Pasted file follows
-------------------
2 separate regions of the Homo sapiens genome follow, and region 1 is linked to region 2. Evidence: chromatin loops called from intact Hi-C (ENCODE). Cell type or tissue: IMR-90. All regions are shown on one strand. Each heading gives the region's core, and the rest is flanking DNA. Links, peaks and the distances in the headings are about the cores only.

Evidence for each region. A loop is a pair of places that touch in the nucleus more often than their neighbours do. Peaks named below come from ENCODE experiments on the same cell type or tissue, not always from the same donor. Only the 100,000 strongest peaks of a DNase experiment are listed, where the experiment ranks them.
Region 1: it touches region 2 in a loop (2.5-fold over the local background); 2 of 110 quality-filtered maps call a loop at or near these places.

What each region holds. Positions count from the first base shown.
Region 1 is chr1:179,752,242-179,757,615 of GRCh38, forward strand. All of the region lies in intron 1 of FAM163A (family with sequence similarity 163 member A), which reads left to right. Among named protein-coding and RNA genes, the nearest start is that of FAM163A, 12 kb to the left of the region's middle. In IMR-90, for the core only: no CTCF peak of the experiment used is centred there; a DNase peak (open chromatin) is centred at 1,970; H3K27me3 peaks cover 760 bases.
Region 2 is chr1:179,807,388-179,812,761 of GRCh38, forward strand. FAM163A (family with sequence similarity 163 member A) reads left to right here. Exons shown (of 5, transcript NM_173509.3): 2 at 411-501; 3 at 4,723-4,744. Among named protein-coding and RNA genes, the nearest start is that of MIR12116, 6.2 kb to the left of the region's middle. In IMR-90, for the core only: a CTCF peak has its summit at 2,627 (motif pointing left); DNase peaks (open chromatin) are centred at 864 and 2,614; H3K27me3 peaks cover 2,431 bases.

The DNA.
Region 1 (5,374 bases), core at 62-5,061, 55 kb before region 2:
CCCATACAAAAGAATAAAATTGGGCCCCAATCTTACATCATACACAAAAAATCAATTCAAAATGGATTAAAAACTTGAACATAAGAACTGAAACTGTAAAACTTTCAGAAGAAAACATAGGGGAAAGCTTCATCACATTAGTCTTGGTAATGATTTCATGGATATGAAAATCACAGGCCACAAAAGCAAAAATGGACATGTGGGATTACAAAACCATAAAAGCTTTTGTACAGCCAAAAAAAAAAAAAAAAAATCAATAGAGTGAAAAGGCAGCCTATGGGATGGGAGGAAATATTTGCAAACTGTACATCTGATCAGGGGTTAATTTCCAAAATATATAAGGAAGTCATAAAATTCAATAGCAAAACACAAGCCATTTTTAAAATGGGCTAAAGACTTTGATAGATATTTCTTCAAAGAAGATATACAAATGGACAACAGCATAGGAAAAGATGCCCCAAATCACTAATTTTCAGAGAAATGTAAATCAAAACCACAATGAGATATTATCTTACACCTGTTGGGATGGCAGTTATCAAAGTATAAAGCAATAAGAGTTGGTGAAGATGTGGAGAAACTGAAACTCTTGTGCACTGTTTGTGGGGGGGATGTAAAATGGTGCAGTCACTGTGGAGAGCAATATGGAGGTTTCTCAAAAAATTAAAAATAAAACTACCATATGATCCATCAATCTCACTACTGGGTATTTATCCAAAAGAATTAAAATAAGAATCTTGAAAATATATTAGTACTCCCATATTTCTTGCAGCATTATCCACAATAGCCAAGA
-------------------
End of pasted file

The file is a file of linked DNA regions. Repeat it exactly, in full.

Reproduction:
2 separate regions of the Homo sapiens genome follow, and region 1 is linked to region 2. Evidence: chromatin loops called from intact Hi-C (ENCODE). Cell type or tissue: IMR-90. All regions are shown on one strand. Each heading gives the region's core, and the rest is flanking DNA. Links, peaks and the distances in the headings are about the cores only.

Evidence for each region. A loop is a pair of places that touch in the nucleus more often than their neighbours do. Peaks named below come from ENCODE experiments on the same cell type or tissue, not always from the same donor. Only the 100,000 strongest peaks of a DNase experiment are listed, where the experiment ranks them.
Region 1: it touches region 2 in a loop (2.5-fold over the local background); 2 of 110 quality-filtered maps call a loop at or near these places.

What each region holds. Positions count from the first base shown.
Region 1 is chr1:179,752,242-179,757,615 of GRCh38, forward strand. All of the region lies in intron 1 of FAM163A (family with sequence similarity 163 member A), which reads left to right. Among named protein-coding and RNA genes, the nearest start is that of FAM163A, 12 kb to the left of the region's middle. In IMR-90, for the core only: no CTCF peak of the experiment used is centred there; a DNase peak (open chromatin) is centred at 1,970; H3K27me3 peaks cover 760 bases.
Region 2 is chr1:179,807,388-179,812,761 of GRCh38, forward strand. FAM163A (family with sequence similarity 163 member A) reads left to right here. Exons shown (of 5, transcript NM_173509.3): 2 at 411-501; 3 at 4,723-4,744. Among named protein-coding and RNA genes, the nearest start is that of MIR12116, 6.2 kb to the left of the region's middle. In IMR-90, for the core only: a CTCF peak has its summit at 2,627 (motif pointing left); DNase peaks (open chromatin) are centred at 864 and 2,614; H3K27me3 peaks cover 2,431 bases.

The DNA.
Region 1 (5,374 bases), core at 62-5,061, 55 kb before region 2:
CCCATACAAAAGAATAAAATTGGGCCCCAATCTTACATCATACACAAAAAATCAATTCAAAATGGATTAAAAACTTGAACATAAGAACTGAAACTGTAAAACTTTCAGAAGAAAACATAGGGGAAAGCTTCATCACATTAGTCTTGGTAATGATTTCATGGATATGAAAATCACAGGCCACAAAAGCAAAAATGGACATGTGGGATTACAAAACCATAAAAGCTTTTGTACAGCCAAAAAAAAAAAAAAAAAATCAATAGAGTGAAAAGGCAGCCTATGGGATGGGAGGAAATATTTGCAAACTGTACATCTGATCAGGGGTTAATTTCCAAAATATATAAGGAAGTCATAAAATTCAATAGCAAAACACAAGCCATTTTTAAAATGGGCTAAAGACTTTGATAGATATTTCTTCAAAGAAGATATACAAATGGACAACAGCATAGGAAAAGATGCCCCAAATCACTAATTTTCAGAGAAATGTAAATCAAAACCACAATGAGATATTATCTTACACCTGTTGGGATGGCAGTTATCAAAGTATAAAGCAATAAGAGTTGGTGAAGATGTGGAGAAACTGAAACTCTTGTGCACTGTTTGTGGGGGGGATGTAAAATGGTGCAGTCACTGTGGAGAGCAATATGGAGGTTTCTCAAAAAATTAAAAATAAAACTACCATATGATCCATCAATCTCACTACTGGGTATTTATCCAAAAGAATTAAAATAAGAATCTTGAAAATATATTAGTACTCCCATATTTCTTGCAGCATTATCCACAATAGCCAAGA